What do four-time Mr. Universe Bill Pearl, triathlete Brendan Brazier and Ultimate Fighting Champion Mac Danzig have in common? Supreme muscular development for sure, but surprisingly these three top athletes follow vegetarian or vegan diets, as do a number of other top athletes around the world. For years, the conventional belief that ruled professional and amateur athletic training programs was that consuming meat was the only way to build muscle. Today, we know a balanced vegetarian diet that includes plant-based protein assists muscular development … no steak required.
Well-planned vegetarian diets that meet energy needs and contain a variety of plant-based protein foods, such as soy products, other legumes (beans and lentils), grains, nuts and seeds can provide adequate protein for athletes without the use of special foods or supplements. Consideration must be made for the type of vegetarian diet an athlete follows:
Vegan – a vegetarian diet that excludes all animal products, such as meat, poultry, fish, eggs, milk, cheese and other dairy products, and which relies on plant protein only to meet protein needs.
Lactovegetarian – a vegetarian diet that excludes meat, poultry, fish and eggs but includes dairy products, a source of protein.
Lacto-ovo vegetarian – a vegetarian diet that excludes meat, poultry and fish but includes eggs and dairy products, sources of protein.
Athletes need to eat small amounts of protein throughout the day to ensure this important nutrient is available when their bodies need it most. Moreover, not every source of protein is equal — it is actually the amino acids that make up protein that our bodies need. Meat, eggs and dairy foods are typically the most coveted protein sources because they contain all nine essential amino acids in the ratios that humans require. On the other hand, some plant-based proteins do not contain the essential amino acids in proportions that humans require. Include a variety of protein sources throughout the day to provide adequate amounts of all the essential amino acids, even if all of the protein sources come from plants.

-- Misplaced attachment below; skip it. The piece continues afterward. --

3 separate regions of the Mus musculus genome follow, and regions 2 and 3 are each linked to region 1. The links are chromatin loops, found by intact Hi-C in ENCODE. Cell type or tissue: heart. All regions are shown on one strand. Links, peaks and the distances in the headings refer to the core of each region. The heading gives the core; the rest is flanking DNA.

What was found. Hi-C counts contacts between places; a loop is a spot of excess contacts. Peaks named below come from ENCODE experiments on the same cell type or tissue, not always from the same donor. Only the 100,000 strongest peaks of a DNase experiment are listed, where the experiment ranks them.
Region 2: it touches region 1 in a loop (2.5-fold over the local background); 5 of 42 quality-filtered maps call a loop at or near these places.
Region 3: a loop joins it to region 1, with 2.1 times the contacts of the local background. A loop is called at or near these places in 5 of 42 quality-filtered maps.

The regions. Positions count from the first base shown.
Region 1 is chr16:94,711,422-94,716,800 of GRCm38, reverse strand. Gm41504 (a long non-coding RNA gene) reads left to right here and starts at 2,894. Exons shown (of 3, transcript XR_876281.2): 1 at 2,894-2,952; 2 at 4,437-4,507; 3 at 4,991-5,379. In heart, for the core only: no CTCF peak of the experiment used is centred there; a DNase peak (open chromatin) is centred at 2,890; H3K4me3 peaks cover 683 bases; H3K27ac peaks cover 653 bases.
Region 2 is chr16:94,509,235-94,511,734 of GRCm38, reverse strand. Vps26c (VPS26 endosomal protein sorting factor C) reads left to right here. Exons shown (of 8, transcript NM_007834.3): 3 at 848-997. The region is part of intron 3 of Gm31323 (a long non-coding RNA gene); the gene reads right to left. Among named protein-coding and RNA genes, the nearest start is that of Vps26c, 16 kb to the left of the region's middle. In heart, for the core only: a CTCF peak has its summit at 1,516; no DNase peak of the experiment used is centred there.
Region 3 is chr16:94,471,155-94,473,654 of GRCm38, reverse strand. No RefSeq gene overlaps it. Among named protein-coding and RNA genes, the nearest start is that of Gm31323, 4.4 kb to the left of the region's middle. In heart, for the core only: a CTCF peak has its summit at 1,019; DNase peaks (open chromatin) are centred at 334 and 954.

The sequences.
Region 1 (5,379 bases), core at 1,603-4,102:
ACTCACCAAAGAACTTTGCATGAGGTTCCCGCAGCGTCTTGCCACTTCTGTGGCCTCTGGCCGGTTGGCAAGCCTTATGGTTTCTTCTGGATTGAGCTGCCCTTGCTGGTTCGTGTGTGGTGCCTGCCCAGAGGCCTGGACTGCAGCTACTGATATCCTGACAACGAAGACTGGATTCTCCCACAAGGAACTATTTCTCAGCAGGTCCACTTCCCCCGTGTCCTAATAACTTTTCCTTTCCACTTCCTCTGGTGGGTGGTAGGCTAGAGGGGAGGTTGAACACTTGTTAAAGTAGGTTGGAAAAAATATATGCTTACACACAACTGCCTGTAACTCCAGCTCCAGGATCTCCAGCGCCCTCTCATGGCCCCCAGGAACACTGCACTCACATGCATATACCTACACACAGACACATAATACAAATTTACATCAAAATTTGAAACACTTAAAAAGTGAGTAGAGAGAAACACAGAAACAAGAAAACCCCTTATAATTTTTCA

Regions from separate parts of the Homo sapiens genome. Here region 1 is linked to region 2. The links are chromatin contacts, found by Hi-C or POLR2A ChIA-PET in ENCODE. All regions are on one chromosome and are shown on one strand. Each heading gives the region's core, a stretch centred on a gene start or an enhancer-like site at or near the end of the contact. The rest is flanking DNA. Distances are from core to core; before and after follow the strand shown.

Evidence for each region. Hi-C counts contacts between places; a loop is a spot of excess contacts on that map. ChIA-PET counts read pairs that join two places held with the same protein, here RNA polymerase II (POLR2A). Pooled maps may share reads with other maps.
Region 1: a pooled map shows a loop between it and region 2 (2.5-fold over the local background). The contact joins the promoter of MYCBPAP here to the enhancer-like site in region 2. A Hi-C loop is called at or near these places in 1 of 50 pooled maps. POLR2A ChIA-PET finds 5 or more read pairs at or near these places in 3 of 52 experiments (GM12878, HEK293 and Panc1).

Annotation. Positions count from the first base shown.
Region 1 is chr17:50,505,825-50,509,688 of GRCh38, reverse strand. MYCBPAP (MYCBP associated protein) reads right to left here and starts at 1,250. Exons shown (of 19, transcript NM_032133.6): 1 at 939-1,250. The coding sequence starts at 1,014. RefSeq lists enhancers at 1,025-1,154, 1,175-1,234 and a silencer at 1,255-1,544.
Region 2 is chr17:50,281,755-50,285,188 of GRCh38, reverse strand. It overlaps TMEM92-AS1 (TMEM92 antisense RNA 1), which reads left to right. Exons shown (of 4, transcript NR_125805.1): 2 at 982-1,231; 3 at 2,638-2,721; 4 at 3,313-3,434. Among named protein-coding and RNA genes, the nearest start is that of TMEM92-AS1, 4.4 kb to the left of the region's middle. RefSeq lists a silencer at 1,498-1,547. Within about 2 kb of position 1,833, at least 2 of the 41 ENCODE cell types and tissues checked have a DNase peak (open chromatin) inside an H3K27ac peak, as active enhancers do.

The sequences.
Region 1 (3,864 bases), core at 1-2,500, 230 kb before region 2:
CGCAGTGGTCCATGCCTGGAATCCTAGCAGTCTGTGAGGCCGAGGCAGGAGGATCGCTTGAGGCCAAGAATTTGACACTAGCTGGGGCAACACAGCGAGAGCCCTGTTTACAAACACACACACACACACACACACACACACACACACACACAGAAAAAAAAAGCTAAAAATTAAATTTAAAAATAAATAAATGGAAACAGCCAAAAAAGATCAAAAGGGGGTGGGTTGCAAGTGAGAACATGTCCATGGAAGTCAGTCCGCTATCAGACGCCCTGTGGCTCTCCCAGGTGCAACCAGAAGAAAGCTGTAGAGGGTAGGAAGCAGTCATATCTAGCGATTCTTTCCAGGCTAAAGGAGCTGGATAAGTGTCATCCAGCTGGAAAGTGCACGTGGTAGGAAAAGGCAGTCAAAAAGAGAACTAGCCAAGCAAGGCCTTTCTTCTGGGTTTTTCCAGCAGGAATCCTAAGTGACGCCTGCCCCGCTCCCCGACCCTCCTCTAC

Key is Protein Quality
"It's protein quality that builds muscle and there are other options than meat," says former Academy of Nutrition and Dietetics Spokesperson Roberta Anding, RD, director of sports nutrition and a clinical dietitian at Baylor College of Medicine and Texas Children's Hospital, as well as a certified specialist in sports dietetics. The standard method of determining protein quality is the protein digestibility-corrected amino acid score (PDCAAS), which compares a protein's amino acid quality based on both the amino acid requirements of humans and their ability to digest it.
Egg protein has a high PDCAAS since it contains the perfect balance of the nine essential amino acids and is easily digestible, making it an excellent protein source for vegetarians. Other vegetarian foods that have a high PDCAAS include dairy products such as low-fat yogurt and milk, and soy, including tofu, edamame, soy milk and soy yogurt.
Eat Protein at Every Meal
Anding recommends that vegetarian athletes looking to build muscle eat good quality protein at every meal. Here are some tips for building muscle without consuming meat:
Eat five or six small meals per day that not only include protein, but also a variety of fruits, vegetables, whole grains, nuts, vegetable oils and plenty of water.
More than half your calories each day should come from quality carbohydrates, which fuel your muscles.
Fats are necessary for supplying energy to muscles during workouts. Good sources of fat include olive oil, almonds, walnuts, avocados and canola oil.
Find a registered dietitian nutritionist who can work with you to create a personalized vegetarian eating plan that meets your individual needs.